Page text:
Create a Living Wreath

Create a living wreath that will last all year with your choice of sensational succulents.

To make a living wreath, you’ll need the following materials as well as the instructions below.

Materials

  • Wire-and-moss wreath form
  • Large basin
  • Small, sharp knife
  • Picture-hanging wire
  • Hardy perennial succulents from your garden or nursery, such as varieties of Sempervivum and Sedum
  • 4 pieces of 2-foot-long green florist’s wire
  • 2 screws or 16-penny nails

Method

  • Buy a wire-and-moss wreath form. We purchased ours, which has weed barrier under the moss, from a nursery catalog. You can find similar forms at garden centers, nurseries, and craft stores. Or you can make your own from a wire form, potting soil, and sphagnum and sheet moss.
  • Soak the wreath. Submerge the wreath in water in a large container such as a laundry tub, upside-down trash can lid, or wheelbarrow. Soak it for at least two hours to get the potting soil underneath the moss wet and ready for planting.
  • Prep the succulents. While the wreath is soaking, get the succulents ready. If you purchased small potted plants for the project, water them well and set them aside. If you bought larger potted succulents, invert each potted plant gently into your hand, place the plant on a sturdy surface, and use a sharp knife to divide each plant into two or three sections. This makes them easier to put in the wreath. If you’re using plants from the garden, make the cuttings about three days ahead, leaving as much of the stem as possible. Lay the cuttings outside until the cut ends harden off—that’s when they’re ready to plant.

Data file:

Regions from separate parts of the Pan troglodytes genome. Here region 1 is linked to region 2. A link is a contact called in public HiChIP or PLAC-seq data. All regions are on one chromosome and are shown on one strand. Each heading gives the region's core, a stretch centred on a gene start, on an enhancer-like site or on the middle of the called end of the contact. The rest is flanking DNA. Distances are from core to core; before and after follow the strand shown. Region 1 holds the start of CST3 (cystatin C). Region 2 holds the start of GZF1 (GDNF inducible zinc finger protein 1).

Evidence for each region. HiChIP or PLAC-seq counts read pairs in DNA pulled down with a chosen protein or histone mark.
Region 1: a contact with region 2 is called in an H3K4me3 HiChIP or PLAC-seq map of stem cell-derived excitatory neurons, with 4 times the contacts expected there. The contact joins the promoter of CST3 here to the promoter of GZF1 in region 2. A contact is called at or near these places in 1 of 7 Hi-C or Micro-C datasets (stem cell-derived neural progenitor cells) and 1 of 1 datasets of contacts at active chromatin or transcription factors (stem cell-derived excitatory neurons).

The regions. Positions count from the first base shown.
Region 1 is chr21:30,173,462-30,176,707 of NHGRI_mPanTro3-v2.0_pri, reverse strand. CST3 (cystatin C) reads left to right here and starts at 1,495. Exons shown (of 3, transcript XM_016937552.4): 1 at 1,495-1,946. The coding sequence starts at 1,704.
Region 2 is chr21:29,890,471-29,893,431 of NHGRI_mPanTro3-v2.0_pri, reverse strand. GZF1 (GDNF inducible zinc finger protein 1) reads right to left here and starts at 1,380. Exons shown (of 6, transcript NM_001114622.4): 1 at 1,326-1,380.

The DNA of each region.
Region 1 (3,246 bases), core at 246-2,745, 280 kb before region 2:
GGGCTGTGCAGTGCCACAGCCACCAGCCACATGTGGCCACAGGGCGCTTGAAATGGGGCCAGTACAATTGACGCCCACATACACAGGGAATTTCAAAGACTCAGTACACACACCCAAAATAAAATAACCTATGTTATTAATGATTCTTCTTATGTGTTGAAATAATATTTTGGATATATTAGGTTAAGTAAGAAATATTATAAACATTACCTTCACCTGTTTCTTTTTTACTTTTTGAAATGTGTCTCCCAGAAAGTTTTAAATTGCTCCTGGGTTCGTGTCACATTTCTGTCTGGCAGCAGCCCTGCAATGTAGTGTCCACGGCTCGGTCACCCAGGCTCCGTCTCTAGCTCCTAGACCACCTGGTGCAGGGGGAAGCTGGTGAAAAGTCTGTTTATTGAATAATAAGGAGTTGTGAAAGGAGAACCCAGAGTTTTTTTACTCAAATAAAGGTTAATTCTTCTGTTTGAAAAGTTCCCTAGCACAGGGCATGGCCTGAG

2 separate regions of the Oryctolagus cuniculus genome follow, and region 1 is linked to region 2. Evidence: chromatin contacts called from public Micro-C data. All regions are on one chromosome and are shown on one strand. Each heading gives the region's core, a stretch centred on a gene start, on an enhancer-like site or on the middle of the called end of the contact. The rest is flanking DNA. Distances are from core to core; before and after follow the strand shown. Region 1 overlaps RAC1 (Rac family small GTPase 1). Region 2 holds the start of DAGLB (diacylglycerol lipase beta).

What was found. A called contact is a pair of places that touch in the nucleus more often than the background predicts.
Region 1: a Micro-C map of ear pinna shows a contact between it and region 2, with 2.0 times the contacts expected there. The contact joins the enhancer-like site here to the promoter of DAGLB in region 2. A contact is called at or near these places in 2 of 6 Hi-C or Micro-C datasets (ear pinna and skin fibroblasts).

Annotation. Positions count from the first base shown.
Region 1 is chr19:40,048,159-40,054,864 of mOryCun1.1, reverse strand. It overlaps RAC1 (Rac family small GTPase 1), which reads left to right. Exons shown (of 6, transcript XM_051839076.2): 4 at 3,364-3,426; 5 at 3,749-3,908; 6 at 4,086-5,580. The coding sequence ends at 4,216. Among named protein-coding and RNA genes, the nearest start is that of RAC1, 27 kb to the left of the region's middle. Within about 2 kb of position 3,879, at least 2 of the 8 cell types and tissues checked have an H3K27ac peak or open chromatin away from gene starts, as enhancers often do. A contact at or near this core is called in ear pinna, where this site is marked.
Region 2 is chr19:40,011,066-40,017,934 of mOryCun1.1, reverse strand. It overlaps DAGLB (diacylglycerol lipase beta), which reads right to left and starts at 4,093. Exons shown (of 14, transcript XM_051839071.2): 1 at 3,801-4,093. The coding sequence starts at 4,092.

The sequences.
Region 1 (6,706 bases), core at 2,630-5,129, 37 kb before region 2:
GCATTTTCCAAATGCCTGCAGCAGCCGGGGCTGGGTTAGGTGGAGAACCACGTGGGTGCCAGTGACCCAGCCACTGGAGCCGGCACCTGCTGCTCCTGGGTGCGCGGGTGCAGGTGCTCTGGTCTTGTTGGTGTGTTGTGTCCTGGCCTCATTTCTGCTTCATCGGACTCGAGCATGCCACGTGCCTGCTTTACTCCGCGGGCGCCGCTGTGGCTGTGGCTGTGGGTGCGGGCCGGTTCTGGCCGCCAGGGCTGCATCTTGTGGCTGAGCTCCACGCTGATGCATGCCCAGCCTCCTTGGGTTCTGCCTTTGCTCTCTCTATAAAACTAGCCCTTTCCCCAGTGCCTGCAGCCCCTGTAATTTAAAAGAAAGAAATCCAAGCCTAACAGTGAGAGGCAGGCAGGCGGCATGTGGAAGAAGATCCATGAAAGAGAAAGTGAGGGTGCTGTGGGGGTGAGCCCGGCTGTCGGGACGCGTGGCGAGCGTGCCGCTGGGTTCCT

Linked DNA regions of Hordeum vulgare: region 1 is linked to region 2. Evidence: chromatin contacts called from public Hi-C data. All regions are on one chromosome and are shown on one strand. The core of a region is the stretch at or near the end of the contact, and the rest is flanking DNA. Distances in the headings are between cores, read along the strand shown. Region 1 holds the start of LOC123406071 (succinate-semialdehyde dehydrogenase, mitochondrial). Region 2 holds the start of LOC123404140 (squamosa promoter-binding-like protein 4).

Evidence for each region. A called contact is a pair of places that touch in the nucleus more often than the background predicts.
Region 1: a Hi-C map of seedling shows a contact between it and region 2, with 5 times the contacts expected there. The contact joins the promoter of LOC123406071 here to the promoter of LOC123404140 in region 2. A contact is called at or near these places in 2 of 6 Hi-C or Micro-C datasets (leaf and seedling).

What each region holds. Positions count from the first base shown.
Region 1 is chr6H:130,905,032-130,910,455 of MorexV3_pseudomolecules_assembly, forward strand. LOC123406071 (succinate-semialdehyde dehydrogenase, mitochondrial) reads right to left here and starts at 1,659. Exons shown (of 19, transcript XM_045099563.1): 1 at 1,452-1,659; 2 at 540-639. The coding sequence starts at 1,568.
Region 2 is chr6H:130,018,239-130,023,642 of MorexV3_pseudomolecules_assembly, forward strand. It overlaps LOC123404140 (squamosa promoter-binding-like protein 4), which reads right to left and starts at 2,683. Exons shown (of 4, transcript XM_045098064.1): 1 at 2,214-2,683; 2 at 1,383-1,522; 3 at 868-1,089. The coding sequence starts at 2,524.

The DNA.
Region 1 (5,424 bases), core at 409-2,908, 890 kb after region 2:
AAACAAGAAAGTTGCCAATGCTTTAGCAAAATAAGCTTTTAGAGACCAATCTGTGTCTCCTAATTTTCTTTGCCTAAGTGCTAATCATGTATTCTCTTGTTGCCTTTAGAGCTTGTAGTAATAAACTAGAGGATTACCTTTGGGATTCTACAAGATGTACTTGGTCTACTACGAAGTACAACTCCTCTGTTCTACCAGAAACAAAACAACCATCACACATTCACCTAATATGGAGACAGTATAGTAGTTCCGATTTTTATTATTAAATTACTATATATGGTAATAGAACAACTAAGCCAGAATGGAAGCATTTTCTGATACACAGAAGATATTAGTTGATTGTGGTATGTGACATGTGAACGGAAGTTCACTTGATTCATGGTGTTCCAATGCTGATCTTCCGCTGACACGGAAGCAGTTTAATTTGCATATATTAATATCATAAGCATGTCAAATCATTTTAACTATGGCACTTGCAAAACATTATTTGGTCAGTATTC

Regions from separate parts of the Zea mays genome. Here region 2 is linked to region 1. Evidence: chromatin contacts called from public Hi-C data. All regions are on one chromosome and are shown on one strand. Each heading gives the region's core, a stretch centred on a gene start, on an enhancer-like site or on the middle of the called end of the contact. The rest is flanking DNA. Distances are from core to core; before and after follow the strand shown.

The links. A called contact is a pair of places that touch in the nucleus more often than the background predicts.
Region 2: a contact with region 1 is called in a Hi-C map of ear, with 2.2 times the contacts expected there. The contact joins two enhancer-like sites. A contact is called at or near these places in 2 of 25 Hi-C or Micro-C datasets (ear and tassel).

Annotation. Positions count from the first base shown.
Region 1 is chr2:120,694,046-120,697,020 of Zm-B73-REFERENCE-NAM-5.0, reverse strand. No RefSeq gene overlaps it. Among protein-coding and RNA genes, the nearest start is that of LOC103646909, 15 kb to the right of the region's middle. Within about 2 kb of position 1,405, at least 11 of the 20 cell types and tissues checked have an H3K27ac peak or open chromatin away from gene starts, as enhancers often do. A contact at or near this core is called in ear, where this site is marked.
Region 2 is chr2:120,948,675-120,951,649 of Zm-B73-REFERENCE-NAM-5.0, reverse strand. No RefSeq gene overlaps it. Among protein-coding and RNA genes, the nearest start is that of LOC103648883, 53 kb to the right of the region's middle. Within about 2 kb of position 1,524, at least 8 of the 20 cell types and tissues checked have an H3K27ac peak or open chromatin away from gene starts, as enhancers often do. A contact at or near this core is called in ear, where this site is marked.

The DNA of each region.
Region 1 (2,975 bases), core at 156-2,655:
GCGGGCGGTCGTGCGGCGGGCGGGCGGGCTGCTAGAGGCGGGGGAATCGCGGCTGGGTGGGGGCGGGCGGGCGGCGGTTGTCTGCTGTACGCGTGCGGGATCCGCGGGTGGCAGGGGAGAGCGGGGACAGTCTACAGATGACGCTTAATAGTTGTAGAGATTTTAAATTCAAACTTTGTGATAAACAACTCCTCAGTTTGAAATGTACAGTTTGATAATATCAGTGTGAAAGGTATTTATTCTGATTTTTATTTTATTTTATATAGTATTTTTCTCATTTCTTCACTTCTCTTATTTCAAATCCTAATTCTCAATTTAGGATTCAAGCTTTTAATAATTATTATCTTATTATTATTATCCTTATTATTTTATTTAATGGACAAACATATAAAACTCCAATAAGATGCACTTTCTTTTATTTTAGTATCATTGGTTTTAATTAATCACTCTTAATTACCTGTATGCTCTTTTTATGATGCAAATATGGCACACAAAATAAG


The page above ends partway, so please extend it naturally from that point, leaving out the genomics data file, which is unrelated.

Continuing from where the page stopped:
• Attach wire to wreath. Fasten the four pieces of green florist’s wire to the wreath. Each 2-foot piece should go on a separate quadrant of the wreath‹at the 12 o’clock, 3 o’clock, 6 o’clock, and 9 o’clock positions. Attach the wires by winding them around a piece of wire on the wreath form. When you’re done, the wreath should look like it has four wire “arms” coming out from it.


  • Plant succulents. When putting in larger potted plants or cuttings, cut a slit in the moss and weed barrier with your knife. Pull the moss and weed barrier back and tuck the plant into the soil. In some places you’ll run into wire, so be patient and gently poke around until you find a spot without wire. After planting, press the weed barrier and moss back into place. For small cuttings, poke the knife tip through the moss and weed barrier. Then poke one or several cuttings into the small hole and press the moss back around the cutting.
  • Secure plants. After planting a few succulents in one section, take hold of the nearest florist’s wire that you attached earlier and pull it over the plants. Then wind it around the whole wreath to keep the succulents in place. The wire will not harm the plants.
  • Let wreath set. When you’re done planting, carefully move the wreath to an out-of-the-way location in a sunny outdoor spot. Keep it lying on its back for four to five weeks to let the plants take root. Water occasionally with a watering can if you’re not getting adequate rain. Before you hang up the wreath, soak it again for at least 30 minutes and let it drain for 15 minutes. The wreath will be heavy, so use two screws or 16-penny nails and picture-hanging wire to hang it.
  • Prepare for storage. Keep the wreath outdoors year-round in temperate climates. If you have cold winters, lay the wreath in a protected outdoor area before the first freeze, wrap it in burlap, and cover with at least 12 inches of straw or leaves. Uncover it in spring once the threat of heavy frost has passed. Wait until your plants start growing again and add more cuttings, if needed, to fill in any bare spots.

Michelle Leise is a freelance writer in Red Wing.